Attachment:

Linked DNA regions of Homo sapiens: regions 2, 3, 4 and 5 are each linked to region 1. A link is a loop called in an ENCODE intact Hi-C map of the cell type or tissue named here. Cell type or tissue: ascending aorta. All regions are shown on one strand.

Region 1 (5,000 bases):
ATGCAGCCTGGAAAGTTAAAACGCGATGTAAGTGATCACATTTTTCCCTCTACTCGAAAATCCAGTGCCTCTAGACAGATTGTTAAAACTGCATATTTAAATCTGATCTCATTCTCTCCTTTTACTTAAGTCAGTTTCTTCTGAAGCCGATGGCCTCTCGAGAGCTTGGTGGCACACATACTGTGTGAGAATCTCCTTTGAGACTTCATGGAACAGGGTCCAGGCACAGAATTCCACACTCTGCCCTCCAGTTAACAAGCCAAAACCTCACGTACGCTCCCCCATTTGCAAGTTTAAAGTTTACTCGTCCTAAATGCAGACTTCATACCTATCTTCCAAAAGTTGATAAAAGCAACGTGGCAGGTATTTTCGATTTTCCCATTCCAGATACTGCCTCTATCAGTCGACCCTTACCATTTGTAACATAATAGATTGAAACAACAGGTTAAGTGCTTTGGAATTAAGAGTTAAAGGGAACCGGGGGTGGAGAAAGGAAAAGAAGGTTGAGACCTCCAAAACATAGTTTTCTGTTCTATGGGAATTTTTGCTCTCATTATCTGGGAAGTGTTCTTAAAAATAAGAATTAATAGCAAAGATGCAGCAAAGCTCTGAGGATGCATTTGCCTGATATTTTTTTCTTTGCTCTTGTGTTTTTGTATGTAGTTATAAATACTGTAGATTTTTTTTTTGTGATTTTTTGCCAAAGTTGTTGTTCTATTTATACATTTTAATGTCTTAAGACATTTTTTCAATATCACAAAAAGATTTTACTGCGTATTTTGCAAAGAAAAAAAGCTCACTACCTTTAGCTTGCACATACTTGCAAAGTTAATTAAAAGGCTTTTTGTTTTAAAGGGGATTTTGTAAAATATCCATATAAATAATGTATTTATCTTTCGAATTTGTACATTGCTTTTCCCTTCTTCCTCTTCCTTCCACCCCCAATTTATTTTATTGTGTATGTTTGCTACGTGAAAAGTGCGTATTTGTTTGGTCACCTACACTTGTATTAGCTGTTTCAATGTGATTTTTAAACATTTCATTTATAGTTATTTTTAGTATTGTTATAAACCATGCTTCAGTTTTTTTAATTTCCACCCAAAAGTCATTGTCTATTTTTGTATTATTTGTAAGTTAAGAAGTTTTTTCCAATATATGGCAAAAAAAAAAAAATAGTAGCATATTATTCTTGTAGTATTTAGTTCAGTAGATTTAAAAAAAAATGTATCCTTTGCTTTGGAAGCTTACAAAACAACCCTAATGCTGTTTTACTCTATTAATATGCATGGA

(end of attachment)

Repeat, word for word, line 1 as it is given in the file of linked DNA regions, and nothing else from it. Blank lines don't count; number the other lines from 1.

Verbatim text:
Linked DNA regions of Homo sapiens: regions 2, 3, 4 and 5 are each linked to region 1. A link is a loop called in an ENCODE intact Hi-C map of the cell type or tissue named here. Cell type or tissue: ascending aorta. All regions are shown on one strand.